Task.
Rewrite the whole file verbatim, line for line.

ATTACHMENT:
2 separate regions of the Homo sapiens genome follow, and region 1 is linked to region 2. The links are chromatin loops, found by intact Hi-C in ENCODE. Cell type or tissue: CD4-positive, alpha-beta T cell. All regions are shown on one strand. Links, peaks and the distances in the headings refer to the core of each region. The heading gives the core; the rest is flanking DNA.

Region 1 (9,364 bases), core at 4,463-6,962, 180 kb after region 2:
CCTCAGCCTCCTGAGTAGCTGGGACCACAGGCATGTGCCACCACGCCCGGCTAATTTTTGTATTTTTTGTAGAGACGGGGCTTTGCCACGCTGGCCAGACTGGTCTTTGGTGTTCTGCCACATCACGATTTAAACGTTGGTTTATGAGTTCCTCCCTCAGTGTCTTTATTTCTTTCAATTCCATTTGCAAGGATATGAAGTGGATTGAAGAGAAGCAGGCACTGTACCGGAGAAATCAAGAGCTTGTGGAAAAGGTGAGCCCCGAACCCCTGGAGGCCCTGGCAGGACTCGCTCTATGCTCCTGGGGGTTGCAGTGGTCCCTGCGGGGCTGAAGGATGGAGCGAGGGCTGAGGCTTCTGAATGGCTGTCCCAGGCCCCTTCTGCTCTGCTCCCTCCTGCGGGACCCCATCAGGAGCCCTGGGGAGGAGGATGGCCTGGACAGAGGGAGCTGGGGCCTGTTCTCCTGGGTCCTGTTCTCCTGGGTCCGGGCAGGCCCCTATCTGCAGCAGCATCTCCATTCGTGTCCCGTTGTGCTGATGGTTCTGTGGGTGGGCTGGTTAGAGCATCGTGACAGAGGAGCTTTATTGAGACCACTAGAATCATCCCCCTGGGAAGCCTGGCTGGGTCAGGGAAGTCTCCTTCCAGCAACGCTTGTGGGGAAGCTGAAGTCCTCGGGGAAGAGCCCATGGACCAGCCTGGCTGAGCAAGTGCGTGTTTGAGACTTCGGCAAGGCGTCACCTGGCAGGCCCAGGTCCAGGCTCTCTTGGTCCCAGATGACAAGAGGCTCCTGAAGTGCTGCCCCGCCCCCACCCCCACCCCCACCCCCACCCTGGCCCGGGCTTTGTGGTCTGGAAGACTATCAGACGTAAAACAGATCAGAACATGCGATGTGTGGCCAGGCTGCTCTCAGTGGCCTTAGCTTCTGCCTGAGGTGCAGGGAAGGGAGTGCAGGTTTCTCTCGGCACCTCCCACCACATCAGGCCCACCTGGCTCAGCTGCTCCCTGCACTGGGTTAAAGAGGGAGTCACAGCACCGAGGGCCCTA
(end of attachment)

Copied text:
2 separate regions of the Homo sapiens genome follow, and region 1 is linked to region 2. The links are chromatin loops, found by intact Hi-C in ENCODE. Cell type or tissue: CD4-positive, alpha-beta T cell. All regions are shown on one strand. Links, peaks and the distances in the headings refer to the core of each region. The heading gives the core; the rest is flanking DNA.

Region 1 (9,364 bases), core at 4,463-6,962, 180 kb after region 2:
CCTCAGCCTCCTGAGTAGCTGGGACCACAGGCATGTGCCACCACGCCCGGCTAATTTTTGTATTTTTTGTAGAGACGGGGCTTTGCCACGCTGGCCAGACTGGTCTTTGGTGTTCTGCCACATCACGATTTAAACGTTGGTTTATGAGTTCCTCCCTCAGTGTCTTTATTTCTTTCAATTCCATTTGCAAGGATATGAAGTGGATTGAAGAGAAGCAGGCACTGTACCGGAGAAATCAAGAGCTTGTGGAAAAGGTGAGCCCCGAACCCCTGGAGGCCCTGGCAGGACTCGCTCTATGCTCCTGGGGGTTGCAGTGGTCCCTGCGGGGCTGAAGGATGGAGCGAGGGCTGAGGCTTCTGAATGGCTGTCCCAGGCCCCTTCTGCTCTGCTCCCTCCTGCGGGACCCCATCAGGAGCCCTGGGGAGGAGGATGGCCTGGACAGAGGGAGCTGGGGCCTGTTCTCCTGGGTCCTGTTCTCCTGGGTCCGGGCAGGCCCCTATCTGCAGCAGCATCTCCATTCGTGTCCCGTTGTGCTGATGGTTCTGTGGGTGGGCTGGTTAGAGCATCGTGACAGAGGAGCTTTATTGAGACCACTAGAATCATCCCCCTGGGAAGCCTGGCTGGGTCAGGGAAGTCTCCTTCCAGCAACGCTTGTGGGGAAGCTGAAGTCCTCGGGGAAGAGCCCATGGACCAGCCTGGCTGAGCAAGTGCGTGTTTGAGACTTCGGCAAGGCGTCACCTGGCAGGCCCAGGTCCAGGCTCTCTTGGTCCCAGATGACAAGAGGCTCCTGAAGTGCTGCCCCGCCCCCACCCCCACCCCCACCCCCACCCTGGCCCGGGCTTTGTGGTCTGGAAGACTATCAGACGTAAAACAGATCAGAACATGCGATGTGTGGCCAGGCTGCTCTCAGTGGCCTTAGCTTCTGCCTGAGGTGCAGGGAAGGGAGTGCAGGTTTCTCTCGGCACCTCCCACCACATCAGGCCCACCTGGCTCAGCTGCTCCCTGCACTGGGTTAAAGAGGGAGTCACAGCACCGAGGGCCCTA